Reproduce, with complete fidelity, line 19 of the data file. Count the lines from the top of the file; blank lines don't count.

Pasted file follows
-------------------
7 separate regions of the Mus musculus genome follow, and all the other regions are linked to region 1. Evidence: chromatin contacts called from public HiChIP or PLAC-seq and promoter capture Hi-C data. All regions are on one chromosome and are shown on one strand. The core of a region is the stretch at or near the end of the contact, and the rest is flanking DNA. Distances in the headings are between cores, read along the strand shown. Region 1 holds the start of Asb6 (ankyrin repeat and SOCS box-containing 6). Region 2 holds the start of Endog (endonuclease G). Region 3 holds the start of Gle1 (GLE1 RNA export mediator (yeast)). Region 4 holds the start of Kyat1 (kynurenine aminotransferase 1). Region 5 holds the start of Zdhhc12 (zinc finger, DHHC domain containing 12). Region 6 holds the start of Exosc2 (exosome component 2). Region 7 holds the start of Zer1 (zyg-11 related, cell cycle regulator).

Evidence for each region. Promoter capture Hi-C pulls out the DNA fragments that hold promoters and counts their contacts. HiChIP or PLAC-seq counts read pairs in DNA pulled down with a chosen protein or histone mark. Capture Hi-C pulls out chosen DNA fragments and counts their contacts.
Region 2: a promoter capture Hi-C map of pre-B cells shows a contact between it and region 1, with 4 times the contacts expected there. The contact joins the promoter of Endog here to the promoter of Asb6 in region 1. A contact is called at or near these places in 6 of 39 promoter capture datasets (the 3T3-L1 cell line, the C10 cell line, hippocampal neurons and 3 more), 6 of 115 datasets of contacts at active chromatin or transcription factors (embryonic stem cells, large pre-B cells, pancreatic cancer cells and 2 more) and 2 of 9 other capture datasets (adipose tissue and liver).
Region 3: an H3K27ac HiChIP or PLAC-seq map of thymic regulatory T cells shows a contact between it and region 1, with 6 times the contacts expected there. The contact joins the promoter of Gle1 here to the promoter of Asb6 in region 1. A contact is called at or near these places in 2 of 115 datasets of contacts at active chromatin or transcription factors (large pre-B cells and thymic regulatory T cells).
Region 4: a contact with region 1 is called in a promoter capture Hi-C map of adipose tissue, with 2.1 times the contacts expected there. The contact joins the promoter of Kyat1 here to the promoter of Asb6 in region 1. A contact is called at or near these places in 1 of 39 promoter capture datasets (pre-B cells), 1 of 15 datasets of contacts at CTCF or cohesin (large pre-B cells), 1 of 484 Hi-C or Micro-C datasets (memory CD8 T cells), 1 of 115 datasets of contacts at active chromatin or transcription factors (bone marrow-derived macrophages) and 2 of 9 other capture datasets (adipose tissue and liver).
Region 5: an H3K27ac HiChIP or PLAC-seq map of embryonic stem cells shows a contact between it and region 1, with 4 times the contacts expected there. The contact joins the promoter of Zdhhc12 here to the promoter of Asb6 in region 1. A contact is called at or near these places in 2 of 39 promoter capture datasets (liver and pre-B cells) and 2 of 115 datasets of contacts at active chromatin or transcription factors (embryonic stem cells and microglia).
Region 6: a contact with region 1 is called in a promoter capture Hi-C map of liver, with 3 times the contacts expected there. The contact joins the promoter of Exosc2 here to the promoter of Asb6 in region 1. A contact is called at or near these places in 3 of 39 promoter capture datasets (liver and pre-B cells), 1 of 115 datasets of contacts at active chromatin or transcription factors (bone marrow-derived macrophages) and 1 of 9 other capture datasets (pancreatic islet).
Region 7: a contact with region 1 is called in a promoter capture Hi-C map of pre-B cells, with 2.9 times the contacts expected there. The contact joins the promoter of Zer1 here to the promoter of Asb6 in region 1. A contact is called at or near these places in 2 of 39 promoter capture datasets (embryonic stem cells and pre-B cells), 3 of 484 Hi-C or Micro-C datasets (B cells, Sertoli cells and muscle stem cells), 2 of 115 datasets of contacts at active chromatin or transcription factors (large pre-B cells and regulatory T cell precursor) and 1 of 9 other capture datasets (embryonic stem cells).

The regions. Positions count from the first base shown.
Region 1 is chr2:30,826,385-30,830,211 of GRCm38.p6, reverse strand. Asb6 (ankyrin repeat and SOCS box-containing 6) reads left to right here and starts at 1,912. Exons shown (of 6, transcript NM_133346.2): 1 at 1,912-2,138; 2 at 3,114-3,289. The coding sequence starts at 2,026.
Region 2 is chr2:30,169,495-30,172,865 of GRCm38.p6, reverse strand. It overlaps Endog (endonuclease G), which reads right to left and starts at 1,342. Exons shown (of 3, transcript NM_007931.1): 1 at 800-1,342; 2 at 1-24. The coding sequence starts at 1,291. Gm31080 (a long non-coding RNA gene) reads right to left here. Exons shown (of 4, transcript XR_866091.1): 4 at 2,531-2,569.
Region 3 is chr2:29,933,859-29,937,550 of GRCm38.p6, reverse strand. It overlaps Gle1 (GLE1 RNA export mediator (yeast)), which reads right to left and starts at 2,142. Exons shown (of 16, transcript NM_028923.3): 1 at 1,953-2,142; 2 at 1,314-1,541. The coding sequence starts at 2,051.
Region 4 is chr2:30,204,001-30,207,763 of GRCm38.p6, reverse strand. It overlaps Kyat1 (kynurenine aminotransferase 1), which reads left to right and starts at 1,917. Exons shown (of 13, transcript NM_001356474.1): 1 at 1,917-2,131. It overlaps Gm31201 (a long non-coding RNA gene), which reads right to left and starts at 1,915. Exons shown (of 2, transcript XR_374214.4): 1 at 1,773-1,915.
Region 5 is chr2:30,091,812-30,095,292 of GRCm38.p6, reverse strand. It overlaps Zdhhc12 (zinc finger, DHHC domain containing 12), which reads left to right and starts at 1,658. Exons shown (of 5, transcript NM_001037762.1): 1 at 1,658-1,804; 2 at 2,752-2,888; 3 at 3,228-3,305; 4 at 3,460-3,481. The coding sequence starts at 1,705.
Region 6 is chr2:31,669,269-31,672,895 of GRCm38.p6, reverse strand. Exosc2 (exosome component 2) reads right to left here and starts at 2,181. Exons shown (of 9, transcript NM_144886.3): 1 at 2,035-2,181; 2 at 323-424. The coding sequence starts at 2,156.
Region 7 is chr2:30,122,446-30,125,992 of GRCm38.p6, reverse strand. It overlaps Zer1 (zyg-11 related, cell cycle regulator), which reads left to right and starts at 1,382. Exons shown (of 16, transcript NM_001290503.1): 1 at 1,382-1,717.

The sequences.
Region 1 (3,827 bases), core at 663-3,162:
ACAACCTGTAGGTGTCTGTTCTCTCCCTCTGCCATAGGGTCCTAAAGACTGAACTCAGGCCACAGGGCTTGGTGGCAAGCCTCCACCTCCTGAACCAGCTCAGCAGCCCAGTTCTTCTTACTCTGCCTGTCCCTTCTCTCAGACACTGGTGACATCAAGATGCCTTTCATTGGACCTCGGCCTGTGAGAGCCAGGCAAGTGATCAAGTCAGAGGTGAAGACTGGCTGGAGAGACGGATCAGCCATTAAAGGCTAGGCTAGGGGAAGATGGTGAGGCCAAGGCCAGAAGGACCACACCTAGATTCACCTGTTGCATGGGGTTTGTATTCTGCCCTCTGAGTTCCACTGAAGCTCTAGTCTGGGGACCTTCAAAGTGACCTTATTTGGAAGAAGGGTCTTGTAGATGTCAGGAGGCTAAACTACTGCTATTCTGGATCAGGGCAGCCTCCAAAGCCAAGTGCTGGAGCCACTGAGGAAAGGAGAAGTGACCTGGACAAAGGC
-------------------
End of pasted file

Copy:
ACAACCTGTAGGTGTCTGTTCTCTCCCTCTGCCATAGGGTCCTAAAGACTGAACTCAGGCCACAGGGCTTGGTGGCAAGCCTCCACCTCCTGAACCAGCTCAGCAGCCCAGTTCTTCTTACTCTGCCTGTCCCTTCTCTCAGACACTGGTGACATCAAGATGCCTTTCATTGGACCTCGGCCTGTGAGAGCCAGGCAAGTGATCAAGTCAGAGGTGAAGACTGGCTGGAGAGACGGATCAGCCATTAAAGGCTAGGCTAGGGGAAGATGGTGAGGCCAAGGCCAGAAGGACCACACCTAGATTCACCTGTTGCATGGGGTTTGTATTCTGCCCTCTGAGTTCCACTGAAGCTCTAGTCTGGGGACCTTCAAAGTGACCTTATTTGGAAGAAGGGTCTTGTAGATGTCAGGAGGCTAAACTACTGCTATTCTGGATCAGGGCAGCCTCCAAAGCCAAGTGCTGGAGCCACTGAGGAAAGGAGAAGTGACCTGGACAAAGGC